Cosmonauts Oleg Kotov and Sergey Ryazanskiy are seen posing with the Olympic torch during a Nov. 9, 2013 spacewalk outside the International Space Station. The same torch was used to light the Olympic Cauldron in Sochi, Russia. (Roscosmos)
Russian star athetes Irina Rodnina and Vladislav Tretiak use the Olympic torch that flew to the International Space Station to light the Olympic Cauldron in Sochi, Russia. (Winter Olympic Games)
Spacesuited dancers hold up a model of a Vostok rocket as part of a salute to Russia's heritage during the opening ceremony for the 22nd Winter Olympic Games in Sochi. (Winter Olympic Games)
Soviet-era cosmonaut Valentina Tereshkova, the first woman to fly in space, waves while helping to carry the Olympic flag into Fisht Olympic Stadium in Sochi, Russia. (Winter Olympic Games)
Olympic Torch Completes Longest Relay in History
As the XXII Winter Olympic Games begin in Sochi, Russia, the athletes who compete must turn their eyes to the sky to see how far the torch that is lighting the Olympic flame has traveled.
This torch, which has journeyed farther than any torch in Olympic relay history, arrives at Fisht Stadium in Sochi on the shores of the Black Sea. The traditional relay began in late September in Olympia, Greece. The torch, which in fact has been a succession of torches, traveled more than 40,000 miles through 2,900 towns and villages in 83 regions of Russia, to the top of Europe’s highest mountain, Mount Elbrus, in the western Caucasus mountain range, to the depths of Siberia’s Lake Baikal.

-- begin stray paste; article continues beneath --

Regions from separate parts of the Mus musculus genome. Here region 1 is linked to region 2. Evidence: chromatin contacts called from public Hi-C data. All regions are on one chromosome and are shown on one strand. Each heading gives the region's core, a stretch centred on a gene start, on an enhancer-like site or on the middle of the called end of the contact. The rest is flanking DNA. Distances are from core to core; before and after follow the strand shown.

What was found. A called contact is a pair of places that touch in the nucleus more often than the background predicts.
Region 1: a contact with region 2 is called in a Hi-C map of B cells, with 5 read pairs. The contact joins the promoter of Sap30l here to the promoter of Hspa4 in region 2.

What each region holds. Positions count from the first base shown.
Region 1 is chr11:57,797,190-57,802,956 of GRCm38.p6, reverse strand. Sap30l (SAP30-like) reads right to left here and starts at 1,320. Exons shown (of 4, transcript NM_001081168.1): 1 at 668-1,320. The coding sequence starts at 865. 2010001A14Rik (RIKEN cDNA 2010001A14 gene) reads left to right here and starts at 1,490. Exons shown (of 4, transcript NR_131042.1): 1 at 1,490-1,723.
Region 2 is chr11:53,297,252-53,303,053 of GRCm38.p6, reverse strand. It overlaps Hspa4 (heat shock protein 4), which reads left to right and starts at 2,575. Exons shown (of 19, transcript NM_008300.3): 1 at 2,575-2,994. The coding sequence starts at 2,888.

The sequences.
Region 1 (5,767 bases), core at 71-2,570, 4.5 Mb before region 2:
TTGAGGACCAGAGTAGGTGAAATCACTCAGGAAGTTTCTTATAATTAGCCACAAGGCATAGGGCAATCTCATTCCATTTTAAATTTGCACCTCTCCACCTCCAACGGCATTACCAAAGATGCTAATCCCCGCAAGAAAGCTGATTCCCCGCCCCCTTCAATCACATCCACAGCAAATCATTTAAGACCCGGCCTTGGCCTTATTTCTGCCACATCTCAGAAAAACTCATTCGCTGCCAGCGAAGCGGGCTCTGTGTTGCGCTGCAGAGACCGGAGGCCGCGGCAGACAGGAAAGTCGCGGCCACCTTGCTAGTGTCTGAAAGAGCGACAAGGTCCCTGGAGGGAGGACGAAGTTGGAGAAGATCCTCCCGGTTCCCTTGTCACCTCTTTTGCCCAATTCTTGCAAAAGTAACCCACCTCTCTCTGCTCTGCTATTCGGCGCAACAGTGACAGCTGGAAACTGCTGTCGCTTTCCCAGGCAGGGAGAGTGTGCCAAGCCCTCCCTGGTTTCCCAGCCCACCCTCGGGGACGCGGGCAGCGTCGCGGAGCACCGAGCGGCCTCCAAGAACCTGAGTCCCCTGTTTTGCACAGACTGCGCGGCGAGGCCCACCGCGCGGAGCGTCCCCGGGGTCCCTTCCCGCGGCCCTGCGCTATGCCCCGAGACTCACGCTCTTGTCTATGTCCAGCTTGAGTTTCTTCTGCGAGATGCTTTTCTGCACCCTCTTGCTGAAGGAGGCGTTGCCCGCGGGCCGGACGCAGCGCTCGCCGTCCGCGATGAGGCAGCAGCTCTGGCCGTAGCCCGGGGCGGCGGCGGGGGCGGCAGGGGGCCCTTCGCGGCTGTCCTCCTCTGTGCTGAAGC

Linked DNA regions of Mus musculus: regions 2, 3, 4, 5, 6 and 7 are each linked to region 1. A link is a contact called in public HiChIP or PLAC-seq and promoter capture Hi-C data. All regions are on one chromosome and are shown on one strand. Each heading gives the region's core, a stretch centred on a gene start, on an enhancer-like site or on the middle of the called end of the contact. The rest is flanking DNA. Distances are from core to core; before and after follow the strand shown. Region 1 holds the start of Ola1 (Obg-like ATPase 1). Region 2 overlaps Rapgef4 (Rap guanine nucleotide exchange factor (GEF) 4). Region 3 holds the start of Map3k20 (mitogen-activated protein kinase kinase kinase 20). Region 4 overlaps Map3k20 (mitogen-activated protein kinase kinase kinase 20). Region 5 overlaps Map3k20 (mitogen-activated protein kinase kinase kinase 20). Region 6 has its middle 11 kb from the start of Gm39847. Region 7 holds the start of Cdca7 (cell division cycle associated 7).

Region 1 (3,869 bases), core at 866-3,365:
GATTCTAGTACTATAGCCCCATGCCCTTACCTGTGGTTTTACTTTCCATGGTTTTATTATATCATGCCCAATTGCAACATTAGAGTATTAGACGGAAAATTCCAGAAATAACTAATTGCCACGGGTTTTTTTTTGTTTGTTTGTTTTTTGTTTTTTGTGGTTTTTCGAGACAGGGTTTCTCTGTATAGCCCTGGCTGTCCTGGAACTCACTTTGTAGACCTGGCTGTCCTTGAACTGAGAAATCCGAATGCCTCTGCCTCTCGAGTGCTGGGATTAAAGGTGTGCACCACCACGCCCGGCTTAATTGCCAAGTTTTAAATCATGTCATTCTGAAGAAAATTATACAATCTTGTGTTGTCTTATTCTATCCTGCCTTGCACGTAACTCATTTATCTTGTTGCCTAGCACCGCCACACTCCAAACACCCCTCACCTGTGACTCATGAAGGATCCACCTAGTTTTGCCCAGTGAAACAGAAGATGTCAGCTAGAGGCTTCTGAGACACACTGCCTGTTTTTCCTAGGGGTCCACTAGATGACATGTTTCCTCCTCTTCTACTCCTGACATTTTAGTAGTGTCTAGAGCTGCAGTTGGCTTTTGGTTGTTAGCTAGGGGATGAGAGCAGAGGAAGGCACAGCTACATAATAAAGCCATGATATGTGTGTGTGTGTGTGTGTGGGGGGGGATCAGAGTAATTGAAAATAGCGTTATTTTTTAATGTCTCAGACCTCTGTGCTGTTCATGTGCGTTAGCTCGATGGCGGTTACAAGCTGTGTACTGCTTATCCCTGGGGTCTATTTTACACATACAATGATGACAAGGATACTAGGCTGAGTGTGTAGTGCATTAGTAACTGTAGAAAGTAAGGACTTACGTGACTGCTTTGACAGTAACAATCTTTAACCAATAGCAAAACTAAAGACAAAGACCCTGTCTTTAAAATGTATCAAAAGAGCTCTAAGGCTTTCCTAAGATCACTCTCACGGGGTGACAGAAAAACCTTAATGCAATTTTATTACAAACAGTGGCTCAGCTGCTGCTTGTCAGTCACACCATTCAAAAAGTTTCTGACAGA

The symbol of peace, friendship, hope and understanding among the nations participating in the Olympic Games traveled by car, plane, reindeer and train, and by what arguably was its most unusual mode of transportation, a Russian Soyuz rocket that ferried it into space to the International Space Station, itself a symbol of peaceful international cooperation.
More than 14,000 people served as torchbearers during the relay, including Russian cosmonauts Mikhail Kornienko, who next year will launch with NASA astronaut Scott Kelly to spend one year on the station; Sergey Krikalev, head of the Gagarin Cosmonaut Training Center; and Valentina Tereshkova, the first woman to fly in space, who last year marked the 50th anniversary of her ground-breaking mission.